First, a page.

Published: Sat, January 13, 2018
Worldwide | By Gretchen Simon

Bevin Approves Kentucky HEALTH Program

Bevin Approves Kentucky HEALTH Program

For those who missed it - and given what a big week it's been for abusing the country's most vulnerable, from Salvadorans who have lived in the US for more than a decade and now face deportation to hospital patients kicked to the curb in Baltimore, not to mention hearing how a president describes Haiti and African countries in the most vulgar of terms, that's understandable - but the Woodlawn-based Centers for Medicare and Medicaid Services released guidelines that open the door to allowing states to impose work requirements on Medicaid recipients.

But Bevin dismissed such comments and said the plan will transform Medicaid.

For the first time in the history of the program, the federal government will allow states to impose work requirements for access to Medicaid.

"The idea that we should just keep doing what we're doing is an insult to the people of Kentucky", Bevin said. Imposing a work requirement as a condition for people to receive public health insurance support could be the sparks that lights a fire and gets someone to decide to make those changes.

"It will be a model for the nation", he said.

The legislature passed a law in 2017 stating that the program will not be renewed this time around, unless a work requirement is authorized. That works out to be about $16,000 in annual earnings for an individual or about $32,000 for a family of four. A detailed evaluation of Medicaid expansion in OH by that state's Department of Medicaid explains how it pays off for workers and taxpayers. Louisville-based Passport Health covers about 25 percent of those.

More than half of Arkansas Works enrollees would likely qualify for an exemption, Human Services Department officials have said.

CMS told Bevin's office Friday that the agency had approved Kentucky's request and appreciated "the spirit of partnership" between the state and the agency.

Health care in the state has been a hot topic in recent weeks. Specifically, the ability to impose a work requirement among working-age, non-pregnant Medicaid beneficiaries not eligible for Medicaid on the basis of a disability was sought by 10 states as part of their application for a broader set of Medicaid waivers.

But people rarely make them because someone else forced them to.

Palestine slams United States ambassador to Israel for 'complicating road towards peace'
Ankara has strongly condemned the Israeli announcement about the construction of more than 1,100 homes in West Bank settlements. The status of Jerusalem has ignited tensions between Israelis and Palestinians for decades.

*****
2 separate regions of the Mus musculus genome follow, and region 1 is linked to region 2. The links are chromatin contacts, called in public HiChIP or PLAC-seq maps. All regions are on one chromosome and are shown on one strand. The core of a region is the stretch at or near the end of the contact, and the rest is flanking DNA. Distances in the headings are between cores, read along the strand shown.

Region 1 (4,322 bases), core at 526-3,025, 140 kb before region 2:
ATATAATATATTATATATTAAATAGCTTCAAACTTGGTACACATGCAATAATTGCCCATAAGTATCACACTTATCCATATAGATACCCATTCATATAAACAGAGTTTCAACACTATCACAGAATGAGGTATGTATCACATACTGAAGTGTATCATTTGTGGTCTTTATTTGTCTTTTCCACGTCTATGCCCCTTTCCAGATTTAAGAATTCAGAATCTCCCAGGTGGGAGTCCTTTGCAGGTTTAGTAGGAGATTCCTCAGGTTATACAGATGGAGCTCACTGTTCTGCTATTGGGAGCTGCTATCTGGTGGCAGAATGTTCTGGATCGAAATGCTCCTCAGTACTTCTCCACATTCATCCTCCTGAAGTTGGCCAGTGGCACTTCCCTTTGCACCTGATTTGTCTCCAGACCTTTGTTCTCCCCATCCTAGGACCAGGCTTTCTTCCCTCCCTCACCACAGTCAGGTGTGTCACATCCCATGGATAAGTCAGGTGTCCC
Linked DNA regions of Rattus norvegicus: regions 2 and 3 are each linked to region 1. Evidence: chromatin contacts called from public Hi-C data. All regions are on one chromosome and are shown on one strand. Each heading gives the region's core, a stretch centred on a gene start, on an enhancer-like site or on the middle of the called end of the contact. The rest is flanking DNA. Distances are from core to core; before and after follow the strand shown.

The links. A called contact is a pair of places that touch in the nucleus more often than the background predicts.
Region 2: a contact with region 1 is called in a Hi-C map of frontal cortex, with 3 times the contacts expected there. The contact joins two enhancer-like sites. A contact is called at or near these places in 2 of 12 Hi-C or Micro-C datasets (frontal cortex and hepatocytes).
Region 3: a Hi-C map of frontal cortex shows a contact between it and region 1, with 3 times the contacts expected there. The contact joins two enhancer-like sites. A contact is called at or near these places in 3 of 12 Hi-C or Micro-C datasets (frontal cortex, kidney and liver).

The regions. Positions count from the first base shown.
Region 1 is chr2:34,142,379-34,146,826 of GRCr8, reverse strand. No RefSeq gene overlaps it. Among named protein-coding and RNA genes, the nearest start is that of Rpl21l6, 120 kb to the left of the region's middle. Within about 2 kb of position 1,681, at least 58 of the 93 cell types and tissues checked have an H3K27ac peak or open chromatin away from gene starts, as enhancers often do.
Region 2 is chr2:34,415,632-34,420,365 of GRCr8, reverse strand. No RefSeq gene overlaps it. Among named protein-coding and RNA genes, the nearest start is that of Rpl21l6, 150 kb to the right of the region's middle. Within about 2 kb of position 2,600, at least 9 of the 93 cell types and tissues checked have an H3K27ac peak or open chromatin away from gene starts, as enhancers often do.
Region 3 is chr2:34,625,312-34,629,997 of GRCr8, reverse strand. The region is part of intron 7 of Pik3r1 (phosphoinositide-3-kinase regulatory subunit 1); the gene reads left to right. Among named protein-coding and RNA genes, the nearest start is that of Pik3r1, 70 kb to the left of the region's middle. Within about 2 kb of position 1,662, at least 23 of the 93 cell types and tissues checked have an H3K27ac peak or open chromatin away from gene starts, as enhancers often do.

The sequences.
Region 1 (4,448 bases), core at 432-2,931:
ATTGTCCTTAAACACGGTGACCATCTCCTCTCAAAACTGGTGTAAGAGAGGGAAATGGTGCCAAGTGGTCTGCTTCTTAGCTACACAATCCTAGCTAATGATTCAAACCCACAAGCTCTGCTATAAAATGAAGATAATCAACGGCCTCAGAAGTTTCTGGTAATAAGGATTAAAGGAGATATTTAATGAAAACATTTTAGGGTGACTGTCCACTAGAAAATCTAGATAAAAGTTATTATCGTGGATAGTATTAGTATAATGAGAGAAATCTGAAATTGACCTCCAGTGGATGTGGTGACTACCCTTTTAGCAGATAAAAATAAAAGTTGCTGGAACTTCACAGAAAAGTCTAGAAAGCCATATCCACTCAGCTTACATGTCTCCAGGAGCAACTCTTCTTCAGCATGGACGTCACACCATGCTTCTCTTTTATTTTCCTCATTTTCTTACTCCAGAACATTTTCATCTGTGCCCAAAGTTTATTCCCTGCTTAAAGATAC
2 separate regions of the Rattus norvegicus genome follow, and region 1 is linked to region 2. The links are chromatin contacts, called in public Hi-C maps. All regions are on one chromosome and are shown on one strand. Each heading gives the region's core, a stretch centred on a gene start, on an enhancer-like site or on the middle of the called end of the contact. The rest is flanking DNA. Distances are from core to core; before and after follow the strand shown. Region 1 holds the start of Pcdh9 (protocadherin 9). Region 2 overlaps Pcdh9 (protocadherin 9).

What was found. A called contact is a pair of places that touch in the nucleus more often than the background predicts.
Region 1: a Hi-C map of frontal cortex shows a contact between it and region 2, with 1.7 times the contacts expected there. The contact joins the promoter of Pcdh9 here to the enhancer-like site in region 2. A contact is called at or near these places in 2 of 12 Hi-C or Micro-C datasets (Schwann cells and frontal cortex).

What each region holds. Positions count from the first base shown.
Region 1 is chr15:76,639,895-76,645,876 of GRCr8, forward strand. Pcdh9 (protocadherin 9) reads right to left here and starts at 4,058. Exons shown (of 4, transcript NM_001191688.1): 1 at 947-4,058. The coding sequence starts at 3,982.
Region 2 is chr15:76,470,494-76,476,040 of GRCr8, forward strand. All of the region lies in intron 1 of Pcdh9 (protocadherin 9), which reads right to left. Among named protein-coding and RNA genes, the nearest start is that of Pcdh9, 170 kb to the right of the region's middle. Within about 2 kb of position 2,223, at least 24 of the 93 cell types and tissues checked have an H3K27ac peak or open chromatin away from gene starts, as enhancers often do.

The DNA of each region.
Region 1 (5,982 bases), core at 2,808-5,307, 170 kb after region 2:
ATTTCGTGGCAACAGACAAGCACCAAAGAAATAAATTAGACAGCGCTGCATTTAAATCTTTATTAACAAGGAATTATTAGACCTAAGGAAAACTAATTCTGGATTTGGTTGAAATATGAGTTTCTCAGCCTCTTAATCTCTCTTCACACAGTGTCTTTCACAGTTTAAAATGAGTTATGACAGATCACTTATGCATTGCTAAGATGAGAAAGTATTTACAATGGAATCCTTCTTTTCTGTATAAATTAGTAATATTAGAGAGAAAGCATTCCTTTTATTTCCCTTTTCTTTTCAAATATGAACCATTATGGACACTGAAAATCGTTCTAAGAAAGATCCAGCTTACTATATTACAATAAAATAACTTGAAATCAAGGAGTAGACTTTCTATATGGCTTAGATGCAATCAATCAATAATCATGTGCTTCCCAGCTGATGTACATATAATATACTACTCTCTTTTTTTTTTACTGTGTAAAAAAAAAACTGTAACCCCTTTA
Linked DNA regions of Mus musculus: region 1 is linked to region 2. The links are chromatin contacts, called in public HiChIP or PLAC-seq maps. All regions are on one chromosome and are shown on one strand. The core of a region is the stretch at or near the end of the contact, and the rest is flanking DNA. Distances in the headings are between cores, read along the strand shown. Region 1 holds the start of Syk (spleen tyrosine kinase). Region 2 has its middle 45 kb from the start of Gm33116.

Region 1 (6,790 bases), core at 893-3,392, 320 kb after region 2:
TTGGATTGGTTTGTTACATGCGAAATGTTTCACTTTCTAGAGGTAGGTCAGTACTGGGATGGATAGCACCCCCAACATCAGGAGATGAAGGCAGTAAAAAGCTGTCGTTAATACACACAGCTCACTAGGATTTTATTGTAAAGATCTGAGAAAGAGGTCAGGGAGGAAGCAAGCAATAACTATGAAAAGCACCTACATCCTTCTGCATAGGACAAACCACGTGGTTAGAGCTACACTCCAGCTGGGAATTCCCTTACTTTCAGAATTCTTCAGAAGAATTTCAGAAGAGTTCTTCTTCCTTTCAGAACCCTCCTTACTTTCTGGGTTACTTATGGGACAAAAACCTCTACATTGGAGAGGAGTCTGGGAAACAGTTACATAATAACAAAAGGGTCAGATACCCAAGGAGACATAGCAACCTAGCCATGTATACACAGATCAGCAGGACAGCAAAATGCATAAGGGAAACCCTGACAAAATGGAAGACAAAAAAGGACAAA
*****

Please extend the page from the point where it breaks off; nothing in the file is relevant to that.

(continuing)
Bevin noted in a news conference Friday that Kentucky's is the first waiver with a community engagement requirement approved.

The Kentucky Center for Economic Policy, too, sharply criticized Bevin's actions.

Former governor Steve Beshear originally expanded Kentucky's Medicaid program to include people making up to 138 percent of the poverty limit after the Affordable Care Act passed in 2010, setting up a funding stream for states to expand the program for low-income Americans. Beneficiaries will manage a My Rewards Account and have Deductible Account, which provide incentives for preventive health services and serve as "an educational tool to inform beneficiaries about the cost of healthcare". Kentucky will lock beneficiaries out of coverage for noncompliance. "It's making people healthier that enables them to work", he said.

The federal government will let states implement a work requirement for certain medicaid recipients. In addition, Kentucky HEALTH will ensure availability of Medicaid resources to our most vulnerable citizens by saving an initial estimated $2 billion dollars (federal and state) over the waiver demonstration period, allowing these funds to be focused on those most in need and other critical areas.

That money pays for salaries of doctors, nurses, home health aides, who spend the money in Kentucky communities on homes, cars and groceries, he said.

An estimated 36 percent to 48 percent of USA children are insured by Medicaid, and kids make up 53 percent of Medicaid enrollees.

"This is in response to proposals we are receiving from states", said Seema Verma, who heads CMS.

Researchers examined the proportion of pediatricians accepting Medicaid before and after payments increased in 2013 and 2014 - and found gains in participation nationwide as well as in most studied states.

The different approaches reflect the complex political forces that surround safety-net programs.

Like this: